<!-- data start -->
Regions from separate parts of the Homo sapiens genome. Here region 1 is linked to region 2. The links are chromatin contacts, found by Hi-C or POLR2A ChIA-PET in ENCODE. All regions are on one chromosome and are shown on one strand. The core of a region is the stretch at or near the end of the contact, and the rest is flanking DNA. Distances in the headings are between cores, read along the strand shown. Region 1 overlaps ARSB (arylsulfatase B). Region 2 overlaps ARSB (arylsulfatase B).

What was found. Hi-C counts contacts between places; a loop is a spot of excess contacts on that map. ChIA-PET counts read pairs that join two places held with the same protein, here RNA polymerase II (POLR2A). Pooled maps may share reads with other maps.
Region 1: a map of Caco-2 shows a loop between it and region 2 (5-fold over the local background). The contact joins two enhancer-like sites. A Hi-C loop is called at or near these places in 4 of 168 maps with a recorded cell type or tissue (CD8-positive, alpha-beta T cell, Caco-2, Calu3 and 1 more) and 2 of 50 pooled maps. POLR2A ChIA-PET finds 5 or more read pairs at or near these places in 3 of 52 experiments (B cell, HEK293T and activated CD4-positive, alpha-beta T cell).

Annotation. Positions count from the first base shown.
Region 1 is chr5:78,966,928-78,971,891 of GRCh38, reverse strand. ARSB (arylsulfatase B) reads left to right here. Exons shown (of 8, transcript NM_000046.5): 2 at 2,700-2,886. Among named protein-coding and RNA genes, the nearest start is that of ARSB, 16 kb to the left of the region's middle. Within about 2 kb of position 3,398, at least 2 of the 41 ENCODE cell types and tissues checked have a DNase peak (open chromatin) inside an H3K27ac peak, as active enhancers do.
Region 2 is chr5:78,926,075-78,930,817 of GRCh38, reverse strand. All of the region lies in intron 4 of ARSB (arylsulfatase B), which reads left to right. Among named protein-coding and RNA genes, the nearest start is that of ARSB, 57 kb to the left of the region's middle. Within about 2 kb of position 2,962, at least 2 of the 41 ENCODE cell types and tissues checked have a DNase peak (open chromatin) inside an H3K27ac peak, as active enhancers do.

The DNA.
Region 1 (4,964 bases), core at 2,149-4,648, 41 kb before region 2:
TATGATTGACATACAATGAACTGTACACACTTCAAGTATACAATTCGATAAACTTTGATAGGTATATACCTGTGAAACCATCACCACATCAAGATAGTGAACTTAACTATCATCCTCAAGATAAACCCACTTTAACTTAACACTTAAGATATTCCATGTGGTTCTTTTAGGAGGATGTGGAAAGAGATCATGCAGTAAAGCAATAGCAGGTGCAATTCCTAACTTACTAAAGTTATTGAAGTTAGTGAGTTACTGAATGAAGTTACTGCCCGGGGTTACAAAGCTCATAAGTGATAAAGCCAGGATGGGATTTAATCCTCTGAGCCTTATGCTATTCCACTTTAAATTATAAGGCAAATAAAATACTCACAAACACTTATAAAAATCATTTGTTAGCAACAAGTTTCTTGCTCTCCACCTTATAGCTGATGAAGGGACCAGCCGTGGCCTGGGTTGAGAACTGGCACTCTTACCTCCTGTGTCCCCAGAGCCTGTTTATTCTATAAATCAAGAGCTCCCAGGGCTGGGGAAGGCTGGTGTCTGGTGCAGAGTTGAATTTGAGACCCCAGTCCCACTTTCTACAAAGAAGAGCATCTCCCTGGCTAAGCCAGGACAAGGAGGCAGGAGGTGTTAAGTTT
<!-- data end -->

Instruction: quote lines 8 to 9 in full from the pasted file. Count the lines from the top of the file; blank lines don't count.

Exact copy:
Region 1 (4,964 bases), core at 2,149-4,648, 41 kb before region 2:
TATGATTGACATACAATGAACTGTACACACTTCAAGTATACAATTCGATAAACTTTGATAGGTATATACCTGTGAAACCATCACCACATCAAGATAGTGAACTTAACTATCATCCTCAAGATAAACCCACTTTAACTTAACACTTAAGATATTCCATGTGGTTCTTTTAGGAGGATGTGGAAAGAGATCATGCAGTAAAGCAATAGCAGGTGCAATTCCTAACTTACTAAAGTTATTGAAGTTAGTGAGTTACTGAATGAAGTTACTGCCCGGGGTTACAAAGCTCATAAGTGATAAAGCCAGGATGGGATTTAATCCTCTGAGCCTTATGCTATTCCACTTTAAATTATAAGGCAAATAAAATACTCACAAACACTTATAAAAATCATTTGTTAGCAACAAGTTTCTTGCTCTCCACCTTATAGCTGATGAAGGGACCAGCCGTGGCCTGGGTTGAGAACTGGCACTCTTACCTCCTGTGTCCCCAGAGCCTGTTTATTCTATAAATCAAGAGCTCCCAGGGCTGGGGAAGGCTGGTGTCTGGTGCAGAGTTGAATTTGAGACCCCAGTCCCACTTTCTACAAAGAAGAGCATCTCCCTGGCTAAGCCAGGACAAGGAGGCAGGAGGTGTTAAGTTT